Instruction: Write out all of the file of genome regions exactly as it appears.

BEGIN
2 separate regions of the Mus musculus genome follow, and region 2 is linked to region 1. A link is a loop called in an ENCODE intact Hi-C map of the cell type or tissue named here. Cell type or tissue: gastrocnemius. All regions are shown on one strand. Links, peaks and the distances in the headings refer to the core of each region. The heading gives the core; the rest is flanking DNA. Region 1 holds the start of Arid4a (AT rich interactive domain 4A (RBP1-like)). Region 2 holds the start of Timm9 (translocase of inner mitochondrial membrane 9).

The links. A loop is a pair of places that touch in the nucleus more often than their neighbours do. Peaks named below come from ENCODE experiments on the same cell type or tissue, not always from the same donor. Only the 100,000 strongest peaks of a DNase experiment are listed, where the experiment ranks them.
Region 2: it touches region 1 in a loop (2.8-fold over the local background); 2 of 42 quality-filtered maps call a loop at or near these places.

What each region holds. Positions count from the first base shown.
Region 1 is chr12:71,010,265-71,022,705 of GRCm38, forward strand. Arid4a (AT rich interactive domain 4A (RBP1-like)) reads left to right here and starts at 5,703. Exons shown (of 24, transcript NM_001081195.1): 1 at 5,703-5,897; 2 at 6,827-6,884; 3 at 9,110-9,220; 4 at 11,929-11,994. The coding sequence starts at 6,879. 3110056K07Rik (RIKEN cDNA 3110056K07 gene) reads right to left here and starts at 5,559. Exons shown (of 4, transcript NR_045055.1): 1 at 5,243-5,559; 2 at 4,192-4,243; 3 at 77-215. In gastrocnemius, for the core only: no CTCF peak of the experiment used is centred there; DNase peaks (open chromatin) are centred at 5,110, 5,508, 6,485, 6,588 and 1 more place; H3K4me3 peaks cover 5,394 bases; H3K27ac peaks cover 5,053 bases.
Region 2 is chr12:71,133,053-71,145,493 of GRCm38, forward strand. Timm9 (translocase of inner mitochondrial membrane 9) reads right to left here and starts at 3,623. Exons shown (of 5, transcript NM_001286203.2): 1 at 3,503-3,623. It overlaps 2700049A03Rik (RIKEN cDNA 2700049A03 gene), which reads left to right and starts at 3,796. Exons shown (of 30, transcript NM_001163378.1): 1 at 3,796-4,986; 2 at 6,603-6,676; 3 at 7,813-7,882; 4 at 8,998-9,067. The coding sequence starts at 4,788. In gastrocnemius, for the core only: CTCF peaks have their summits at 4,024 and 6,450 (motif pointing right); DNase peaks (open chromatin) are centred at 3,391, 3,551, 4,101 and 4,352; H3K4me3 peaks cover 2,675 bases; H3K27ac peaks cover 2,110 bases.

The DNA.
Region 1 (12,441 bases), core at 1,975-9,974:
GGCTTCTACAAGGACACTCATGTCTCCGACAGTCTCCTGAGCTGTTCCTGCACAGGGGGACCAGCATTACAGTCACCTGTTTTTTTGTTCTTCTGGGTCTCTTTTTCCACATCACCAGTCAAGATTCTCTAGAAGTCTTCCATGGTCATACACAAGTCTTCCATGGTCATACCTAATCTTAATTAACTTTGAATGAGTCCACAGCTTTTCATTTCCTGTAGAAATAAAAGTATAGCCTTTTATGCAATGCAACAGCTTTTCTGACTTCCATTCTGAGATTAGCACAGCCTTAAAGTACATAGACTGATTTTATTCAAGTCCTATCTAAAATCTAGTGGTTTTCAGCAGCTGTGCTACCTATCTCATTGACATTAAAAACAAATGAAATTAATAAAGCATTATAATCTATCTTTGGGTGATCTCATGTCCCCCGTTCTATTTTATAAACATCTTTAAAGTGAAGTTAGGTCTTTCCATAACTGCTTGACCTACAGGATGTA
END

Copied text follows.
2 separate regions of the Mus musculus genome follow, and region 2 is linked to region 1. A link is a loop called in an ENCODE intact Hi-C map of the cell type or tissue named here. Cell type or tissue: gastrocnemius. All regions are shown on one strand. Links, peaks and the distances in the headings refer to the core of each region. The heading gives the core; the rest is flanking DNA. Region 1 holds the start of Arid4a (AT rich interactive domain 4A (RBP1-like)). Region 2 holds the start of Timm9 (translocase of inner mitochondrial membrane 9).

The links. A loop is a pair of places that touch in the nucleus more often than their neighbours do. Peaks named below come from ENCODE experiments on the same cell type or tissue, not always from the same donor. Only the 100,000 strongest peaks of a DNase experiment are listed, where the experiment ranks them.
Region 2: it touches region 1 in a loop (2.8-fold over the local background); 2 of 42 quality-filtered maps call a loop at or near these places.

What each region holds. Positions count from the first base shown.
Region 1 is chr12:71,010,265-71,022,705 of GRCm38, forward strand. Arid4a (AT rich interactive domain 4A (RBP1-like)) reads left to right here and starts at 5,703. Exons shown (of 24, transcript NM_001081195.1): 1 at 5,703-5,897; 2 at 6,827-6,884; 3 at 9,110-9,220; 4 at 11,929-11,994. The coding sequence starts at 6,879. 3110056K07Rik (RIKEN cDNA 3110056K07 gene) reads right to left here and starts at 5,559. Exons shown (of 4, transcript NR_045055.1): 1 at 5,243-5,559; 2 at 4,192-4,243; 3 at 77-215. In gastrocnemius, for the core only: no CTCF peak of the experiment used is centred there; DNase peaks (open chromatin) are centred at 5,110, 5,508, 6,485, 6,588 and 1 more place; H3K4me3 peaks cover 5,394 bases; H3K27ac peaks cover 5,053 bases.
Region 2 is chr12:71,133,053-71,145,493 of GRCm38, forward strand. Timm9 (translocase of inner mitochondrial membrane 9) reads right to left here and starts at 3,623. Exons shown (of 5, transcript NM_001286203.2): 1 at 3,503-3,623. It overlaps 2700049A03Rik (RIKEN cDNA 2700049A03 gene), which reads left to right and starts at 3,796. Exons shown (of 30, transcript NM_001163378.1): 1 at 3,796-4,986; 2 at 6,603-6,676; 3 at 7,813-7,882; 4 at 8,998-9,067. The coding sequence starts at 4,788. In gastrocnemius, for the core only: CTCF peaks have their summits at 4,024 and 6,450 (motif pointing right); DNase peaks (open chromatin) are centred at 3,391, 3,551, 4,101 and 4,352; H3K4me3 peaks cover 2,675 bases; H3K27ac peaks cover 2,110 bases.

The DNA.
Region 1 (12,441 bases), core at 1,975-9,974:
GGCTTCTACAAGGACACTCATGTCTCCGACAGTCTCCTGAGCTGTTCCTGCACAGGGGGACCAGCATTACAGTCACCTGTTTTTTTGTTCTTCTGGGTCTCTTTTTCCACATCACCAGTCAAGATTCTCTAGAAGTCTTCCATGGTCATACACAAGTCTTCCATGGTCATACCTAATCTTAATTAACTTTGAATGAGTCCACAGCTTTTCATTTCCTGTAGAAATAAAAGTATAGCCTTTTATGCAATGCAACAGCTTTTCTGACTTCCATTCTGAGATTAGCACAGCCTTAAAGTACATAGACTGATTTTATTCAAGTCCTATCTAAAATCTAGTGGTTTTCAGCAGCTGTGCTACCTATCTCATTGACATTAAAAACAAATGAAATTAATAAAGCATTATAATCTATCTTTGGGTGATCTCATGTCCCCCGTTCTATTTTATAAACATCTTTAAAGTGAAGTTAGGTCTTTCCATAACTGCTTGACCTACAGGATGTA